### 4.1 Fourier–Hankel spectral method

#### 4.1.1 Wavefield decomposition

The Hankel spectral analysis was introduced by Braun et al. (1987) in order to study the relationship between inward and outward traveling waves around sunspots. Consider a spherical polar coordinate system (colatitude , azimuth ) with a sunspot situated on the polar axis , and an annular region on the solar surface surrounding the sunspot (). The goal is to decompose the oscillation signal in the annular region, , into components of the form

where is the azimuthal order, , is the spherical harmonic degree, is the temporal frequency, and are Hankel functions of the first and second kind. Hankel functions are used as numerical approximations,
to the more exact combination of the Legendre functions and used in spherical geometry. This approximation, valid in the limit , is always good in practice and is not a limitation of the technique (Braun, 1995). For reference, we recall that in the far-field approximation (),
which makes clear that the functions and represent the complex amplitudes of the incoming and outgoing waves respectively. The wave amplitudes are computed according to (Braun et al., 1992):
In these expressions, is the duration of the observation and is a normalisation constant, where . The procedure to perform the numerical transforms is discussed by Braun et al. (1988). The time and azimuthal transforms use the standard fast Fourier transform algorithm, with azimuthal orders in the range . In particular, the frequency grid is given by , where and is an integer value. The spatial Hankel transform is computed for a set of discrete values , that provide an orthogonal set of Hankel functions:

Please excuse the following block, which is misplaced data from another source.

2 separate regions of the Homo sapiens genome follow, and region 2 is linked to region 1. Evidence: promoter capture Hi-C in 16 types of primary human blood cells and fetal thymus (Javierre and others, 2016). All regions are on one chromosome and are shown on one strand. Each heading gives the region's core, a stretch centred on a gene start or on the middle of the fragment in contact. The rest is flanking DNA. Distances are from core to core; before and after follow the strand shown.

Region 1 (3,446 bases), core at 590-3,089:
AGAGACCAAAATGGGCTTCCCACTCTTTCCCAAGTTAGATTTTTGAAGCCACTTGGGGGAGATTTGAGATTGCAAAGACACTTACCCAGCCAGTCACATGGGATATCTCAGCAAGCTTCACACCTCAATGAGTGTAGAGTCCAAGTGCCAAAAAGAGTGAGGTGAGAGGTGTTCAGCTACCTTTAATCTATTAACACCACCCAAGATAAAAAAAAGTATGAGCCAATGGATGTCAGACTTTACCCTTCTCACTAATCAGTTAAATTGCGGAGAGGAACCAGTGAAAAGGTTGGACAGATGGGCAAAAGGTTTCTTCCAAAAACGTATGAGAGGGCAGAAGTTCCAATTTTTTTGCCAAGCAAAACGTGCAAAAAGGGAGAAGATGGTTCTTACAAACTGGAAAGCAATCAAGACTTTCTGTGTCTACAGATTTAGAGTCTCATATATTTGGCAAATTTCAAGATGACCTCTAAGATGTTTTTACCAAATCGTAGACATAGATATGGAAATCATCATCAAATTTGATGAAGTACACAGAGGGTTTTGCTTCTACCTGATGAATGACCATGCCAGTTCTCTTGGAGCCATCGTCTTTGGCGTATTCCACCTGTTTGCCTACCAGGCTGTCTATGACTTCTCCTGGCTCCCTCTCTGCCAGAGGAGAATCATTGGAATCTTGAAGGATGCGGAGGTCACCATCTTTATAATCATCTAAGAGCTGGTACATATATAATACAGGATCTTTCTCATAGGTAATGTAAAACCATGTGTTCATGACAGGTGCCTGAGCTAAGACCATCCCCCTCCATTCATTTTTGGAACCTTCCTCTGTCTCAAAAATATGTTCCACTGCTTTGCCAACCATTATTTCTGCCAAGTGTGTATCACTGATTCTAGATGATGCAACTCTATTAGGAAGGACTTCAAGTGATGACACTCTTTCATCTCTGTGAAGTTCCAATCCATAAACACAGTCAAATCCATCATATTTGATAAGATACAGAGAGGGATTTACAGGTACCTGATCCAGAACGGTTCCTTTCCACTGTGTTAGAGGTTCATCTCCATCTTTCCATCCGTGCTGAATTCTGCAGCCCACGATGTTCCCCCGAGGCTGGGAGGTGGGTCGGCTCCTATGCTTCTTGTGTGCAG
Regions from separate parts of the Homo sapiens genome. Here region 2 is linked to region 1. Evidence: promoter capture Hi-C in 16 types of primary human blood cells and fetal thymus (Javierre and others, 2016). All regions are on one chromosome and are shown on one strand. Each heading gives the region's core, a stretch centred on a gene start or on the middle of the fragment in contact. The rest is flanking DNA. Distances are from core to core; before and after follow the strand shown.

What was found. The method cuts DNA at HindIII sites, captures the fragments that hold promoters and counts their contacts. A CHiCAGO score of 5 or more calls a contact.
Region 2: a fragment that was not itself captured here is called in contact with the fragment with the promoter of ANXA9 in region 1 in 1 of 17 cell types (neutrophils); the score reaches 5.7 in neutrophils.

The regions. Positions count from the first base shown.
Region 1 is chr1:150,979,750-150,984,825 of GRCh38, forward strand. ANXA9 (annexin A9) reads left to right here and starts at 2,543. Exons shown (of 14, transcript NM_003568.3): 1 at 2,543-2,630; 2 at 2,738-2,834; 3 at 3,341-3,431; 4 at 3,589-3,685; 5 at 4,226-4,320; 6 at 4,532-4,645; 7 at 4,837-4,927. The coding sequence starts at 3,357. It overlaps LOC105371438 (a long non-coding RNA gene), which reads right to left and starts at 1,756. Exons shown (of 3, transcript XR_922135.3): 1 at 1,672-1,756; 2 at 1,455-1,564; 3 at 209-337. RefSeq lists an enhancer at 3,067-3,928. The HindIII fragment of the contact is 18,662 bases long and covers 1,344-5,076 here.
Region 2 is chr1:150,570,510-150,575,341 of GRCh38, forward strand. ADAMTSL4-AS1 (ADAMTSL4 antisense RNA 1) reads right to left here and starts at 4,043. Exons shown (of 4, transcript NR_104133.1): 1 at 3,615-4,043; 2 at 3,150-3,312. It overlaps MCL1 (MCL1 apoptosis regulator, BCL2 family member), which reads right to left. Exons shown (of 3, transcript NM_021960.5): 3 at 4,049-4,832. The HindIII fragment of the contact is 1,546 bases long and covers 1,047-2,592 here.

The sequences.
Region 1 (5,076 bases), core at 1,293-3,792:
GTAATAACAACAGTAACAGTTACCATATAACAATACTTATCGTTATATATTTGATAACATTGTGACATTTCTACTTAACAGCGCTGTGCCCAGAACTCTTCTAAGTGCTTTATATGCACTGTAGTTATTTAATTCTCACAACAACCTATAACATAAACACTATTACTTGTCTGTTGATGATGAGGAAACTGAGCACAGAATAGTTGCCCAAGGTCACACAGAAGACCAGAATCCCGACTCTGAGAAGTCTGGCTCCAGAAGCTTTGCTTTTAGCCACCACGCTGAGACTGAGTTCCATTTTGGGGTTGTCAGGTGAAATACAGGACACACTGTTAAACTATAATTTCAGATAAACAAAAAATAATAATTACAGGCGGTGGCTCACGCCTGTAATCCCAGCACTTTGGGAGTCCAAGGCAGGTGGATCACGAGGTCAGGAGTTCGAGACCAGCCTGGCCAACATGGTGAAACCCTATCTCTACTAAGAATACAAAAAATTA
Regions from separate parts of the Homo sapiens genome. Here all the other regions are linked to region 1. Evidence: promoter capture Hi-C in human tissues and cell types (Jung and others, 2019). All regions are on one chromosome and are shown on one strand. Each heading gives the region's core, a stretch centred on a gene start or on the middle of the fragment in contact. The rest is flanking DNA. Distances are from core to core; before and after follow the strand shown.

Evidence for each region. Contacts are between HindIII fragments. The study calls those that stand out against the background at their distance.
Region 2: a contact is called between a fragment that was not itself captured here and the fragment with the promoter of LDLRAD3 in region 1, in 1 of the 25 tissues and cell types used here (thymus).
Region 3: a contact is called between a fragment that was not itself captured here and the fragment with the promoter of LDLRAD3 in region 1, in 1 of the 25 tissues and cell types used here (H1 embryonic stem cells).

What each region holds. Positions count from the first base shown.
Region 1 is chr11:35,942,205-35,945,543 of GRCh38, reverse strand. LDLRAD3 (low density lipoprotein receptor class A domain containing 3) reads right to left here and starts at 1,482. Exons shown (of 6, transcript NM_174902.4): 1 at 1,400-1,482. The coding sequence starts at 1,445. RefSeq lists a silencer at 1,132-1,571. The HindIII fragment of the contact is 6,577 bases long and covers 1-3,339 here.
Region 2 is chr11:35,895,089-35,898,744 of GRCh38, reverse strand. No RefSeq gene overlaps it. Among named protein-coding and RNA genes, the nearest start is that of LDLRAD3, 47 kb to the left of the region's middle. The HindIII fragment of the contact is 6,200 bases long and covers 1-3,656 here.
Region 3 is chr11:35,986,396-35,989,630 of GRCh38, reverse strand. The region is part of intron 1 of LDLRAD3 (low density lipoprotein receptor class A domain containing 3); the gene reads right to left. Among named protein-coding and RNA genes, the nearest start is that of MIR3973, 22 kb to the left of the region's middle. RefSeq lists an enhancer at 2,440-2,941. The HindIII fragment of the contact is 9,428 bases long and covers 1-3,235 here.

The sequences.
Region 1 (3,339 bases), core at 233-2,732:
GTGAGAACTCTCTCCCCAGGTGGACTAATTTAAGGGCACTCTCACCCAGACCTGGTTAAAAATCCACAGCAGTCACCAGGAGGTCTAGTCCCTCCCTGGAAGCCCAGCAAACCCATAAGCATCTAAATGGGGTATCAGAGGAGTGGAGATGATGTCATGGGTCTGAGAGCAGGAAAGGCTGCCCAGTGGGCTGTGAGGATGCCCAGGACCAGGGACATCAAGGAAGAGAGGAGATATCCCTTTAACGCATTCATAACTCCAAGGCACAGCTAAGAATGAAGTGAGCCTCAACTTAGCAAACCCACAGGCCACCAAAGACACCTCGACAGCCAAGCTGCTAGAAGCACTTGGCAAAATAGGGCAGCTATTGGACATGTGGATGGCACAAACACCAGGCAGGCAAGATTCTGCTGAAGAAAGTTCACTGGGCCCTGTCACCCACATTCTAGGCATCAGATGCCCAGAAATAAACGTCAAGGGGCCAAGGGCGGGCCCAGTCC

This condition is approximately satisfied for , where and is an integer (Braun et al., 1988). The maximum degree is given by the Nyquist value , where is the spatial sampling, while the minimum degree below which the orthogonality condition ceases to be valid is . We note that the outer radius of the annulus, , must not be too large since waves should remain coherent over the travel distance . This implies that , where and are respectively the group velocity and the lifetime of the waves under study. In addition, the travel time across the annulus should be less than the duration of the observation (waves must be observed first as incoming waves and later as outgoing waves). This implies .

#### 4.1.2 Absorption coefficient

The original motivation for the Hankel analysis was to search for wave absorption by sunspots. Braun et al. (1987) defined the absorption coefficient by

Braun (1995) remarks that this definition of the absorption coefficient may not necessarily represent wave dissipation as it ignores mode mixing. In practice, some averaging must be done to reduce the noise level. For example, Braun et al. (1987) averaged and over all azimuthal orders and over the frequency range . Braun (1995) obtained a reasonable signal-to-noise level only by averaging in frequency space over the width of a ridge (radial order ) at fixed :